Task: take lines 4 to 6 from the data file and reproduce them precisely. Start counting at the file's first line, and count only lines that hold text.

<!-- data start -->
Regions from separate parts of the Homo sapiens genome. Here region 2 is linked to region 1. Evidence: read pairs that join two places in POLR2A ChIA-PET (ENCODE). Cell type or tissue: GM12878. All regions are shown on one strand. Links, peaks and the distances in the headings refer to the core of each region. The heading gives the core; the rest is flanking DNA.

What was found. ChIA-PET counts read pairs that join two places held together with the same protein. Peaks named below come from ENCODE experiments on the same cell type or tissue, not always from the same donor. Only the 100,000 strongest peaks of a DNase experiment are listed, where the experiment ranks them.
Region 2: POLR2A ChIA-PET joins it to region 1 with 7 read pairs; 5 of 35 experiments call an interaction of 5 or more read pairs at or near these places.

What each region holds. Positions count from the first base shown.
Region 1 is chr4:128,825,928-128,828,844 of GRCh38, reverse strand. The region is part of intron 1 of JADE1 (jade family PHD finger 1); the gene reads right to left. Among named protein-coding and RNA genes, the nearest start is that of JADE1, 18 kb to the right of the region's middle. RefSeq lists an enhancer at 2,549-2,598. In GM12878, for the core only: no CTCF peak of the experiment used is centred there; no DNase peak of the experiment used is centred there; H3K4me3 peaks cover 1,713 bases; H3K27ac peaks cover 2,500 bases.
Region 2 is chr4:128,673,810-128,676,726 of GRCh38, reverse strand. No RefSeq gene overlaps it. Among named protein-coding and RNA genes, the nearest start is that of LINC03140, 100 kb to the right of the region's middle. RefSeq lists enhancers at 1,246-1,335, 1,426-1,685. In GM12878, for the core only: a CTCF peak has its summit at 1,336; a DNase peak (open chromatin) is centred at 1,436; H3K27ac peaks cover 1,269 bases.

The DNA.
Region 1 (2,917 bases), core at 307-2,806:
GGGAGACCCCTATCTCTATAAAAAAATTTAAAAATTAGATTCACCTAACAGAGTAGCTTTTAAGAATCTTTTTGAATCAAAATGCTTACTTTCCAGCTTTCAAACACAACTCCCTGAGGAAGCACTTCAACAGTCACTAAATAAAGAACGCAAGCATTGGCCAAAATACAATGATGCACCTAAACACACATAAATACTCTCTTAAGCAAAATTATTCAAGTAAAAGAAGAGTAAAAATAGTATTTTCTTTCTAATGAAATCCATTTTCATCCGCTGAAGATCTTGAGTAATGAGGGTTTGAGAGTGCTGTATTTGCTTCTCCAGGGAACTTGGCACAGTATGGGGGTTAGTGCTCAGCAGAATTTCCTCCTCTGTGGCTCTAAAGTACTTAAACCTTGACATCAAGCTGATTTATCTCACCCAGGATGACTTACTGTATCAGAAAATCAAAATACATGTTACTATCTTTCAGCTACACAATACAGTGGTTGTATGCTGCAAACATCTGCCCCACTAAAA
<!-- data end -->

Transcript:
What each region holds. Positions count from the first base shown.
Region 1 is chr4:128,825,928-128,828,844 of GRCh38, reverse strand. The region is part of intron 1 of JADE1 (jade family PHD finger 1); the gene reads right to left. Among named protein-coding and RNA genes, the nearest start is that of JADE1, 18 kb to the right of the region's middle. RefSeq lists an enhancer at 2,549-2,598. In GM12878, for the core only: no CTCF peak of the experiment used is centred there; no DNase peak of the experiment used is centred there; H3K4me3 peaks cover 1,713 bases; H3K27ac peaks cover 2,500 bases.
Region 2 is chr4:128,673,810-128,676,726 of GRCh38, reverse strand. No RefSeq gene overlaps it. Among named protein-coding and RNA genes, the nearest start is that of LINC03140, 100 kb to the right of the region's middle. RefSeq lists enhancers at 1,246-1,335, 1,426-1,685. In GM12878, for the core only: a CTCF peak has its summit at 1,336; a DNase peak (open chromatin) is centred at 1,436; H3K27ac peaks cover 1,269 bases.